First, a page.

Novak Djokovic's parents join protest in Serbia as Australian visa hearing looms

2 pm

Novak's parents joined a protest rally in downtown Belgrade with their son still in an Australian immigration detention hotel as fans of Novak in Serbia nervously await a crucial court hearing that could decide whether he can play at the Australian Open.

The public debate over his positive coronaviruses test that his lawyers used as grounds to apply for a medical exemption to Australia's strict vaccine rules has led to a virtual hearing in Melbourne.

The top-ranked Serb, who hopes to defend his title at the Australian Open and win a men's record 21st Grand Slam singles title, was denied entry when he arrived at the airport on Wednesday and was awaiting a court hearing to challenge his deportation.

The hearing will take place on Monday. The Federal Circuit and Family Court of Australia are involved.

The Australian Open starts a week from his court date.

The tennis star in his native Serbia received a lot of support for his case.

Today is a big day. The crowd in downtown Belgrade was told by Dijana Djokovic that the world would hear the truth today.

We hope that Novak will be free. We love Novak. She said that they believe in him, but also in the independent judiciary.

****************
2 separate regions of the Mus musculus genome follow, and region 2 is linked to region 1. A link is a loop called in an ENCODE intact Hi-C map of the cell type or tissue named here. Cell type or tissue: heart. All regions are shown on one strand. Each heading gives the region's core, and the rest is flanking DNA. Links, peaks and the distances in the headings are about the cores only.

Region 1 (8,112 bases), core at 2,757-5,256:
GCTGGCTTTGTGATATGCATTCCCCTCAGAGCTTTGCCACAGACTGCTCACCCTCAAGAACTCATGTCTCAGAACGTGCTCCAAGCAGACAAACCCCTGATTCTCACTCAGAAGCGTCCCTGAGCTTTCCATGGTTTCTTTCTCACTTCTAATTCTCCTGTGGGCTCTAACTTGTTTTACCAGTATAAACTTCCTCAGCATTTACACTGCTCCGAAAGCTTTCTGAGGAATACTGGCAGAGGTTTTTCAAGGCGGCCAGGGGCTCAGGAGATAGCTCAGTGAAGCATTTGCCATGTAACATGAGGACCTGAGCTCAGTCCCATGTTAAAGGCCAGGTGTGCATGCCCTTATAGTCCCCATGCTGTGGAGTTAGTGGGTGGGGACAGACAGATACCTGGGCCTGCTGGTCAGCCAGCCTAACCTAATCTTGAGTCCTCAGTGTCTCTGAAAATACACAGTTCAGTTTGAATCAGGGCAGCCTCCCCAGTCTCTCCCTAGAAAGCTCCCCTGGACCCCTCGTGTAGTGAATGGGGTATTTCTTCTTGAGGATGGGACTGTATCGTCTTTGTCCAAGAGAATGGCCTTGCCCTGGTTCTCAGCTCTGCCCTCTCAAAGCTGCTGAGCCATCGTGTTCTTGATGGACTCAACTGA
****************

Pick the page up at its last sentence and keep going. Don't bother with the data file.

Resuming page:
Srdjan Djokovic said, "This is happening because we are only a small part of the world, but we are proud people."

They can't break us. Novak is the epitome of freedom, everything human that one man has in himself. Shame on them!

The hotel in which Novak Djokovic is staying is not humane, according to Dijana.

She said that he didn't have breakfast. He can't see a park in front or go out of the room because he has a wall to stare at.

Australian officials initially said that a vaccine exemption would be granted to Novak Djokovic, who has refused to say if he has gotten the vaccine, so he could play in the Australian Open. His visa was canceled when he arrived.

The exemption request said that the first positive test for the player was on December 16th and that he had not had a respiratory or fever symptom in the past 72 hours.

Social media is flooded with questions about the whereabouts of Novak Djokovic after he was accused of positive for carbon dioxide.

On December 16 and 17 he attended two public events in Belgrade. The event was covered by local media, and parents posted photos on social media showing the children without masks. It's not clear if he knew the results of his test.

He was shown playing tennis in a park in front of his apartment.

"Legally, he doesn't have to explain what happened, but it would be very good for his reputation here and the world," said a Serbian sports journalist.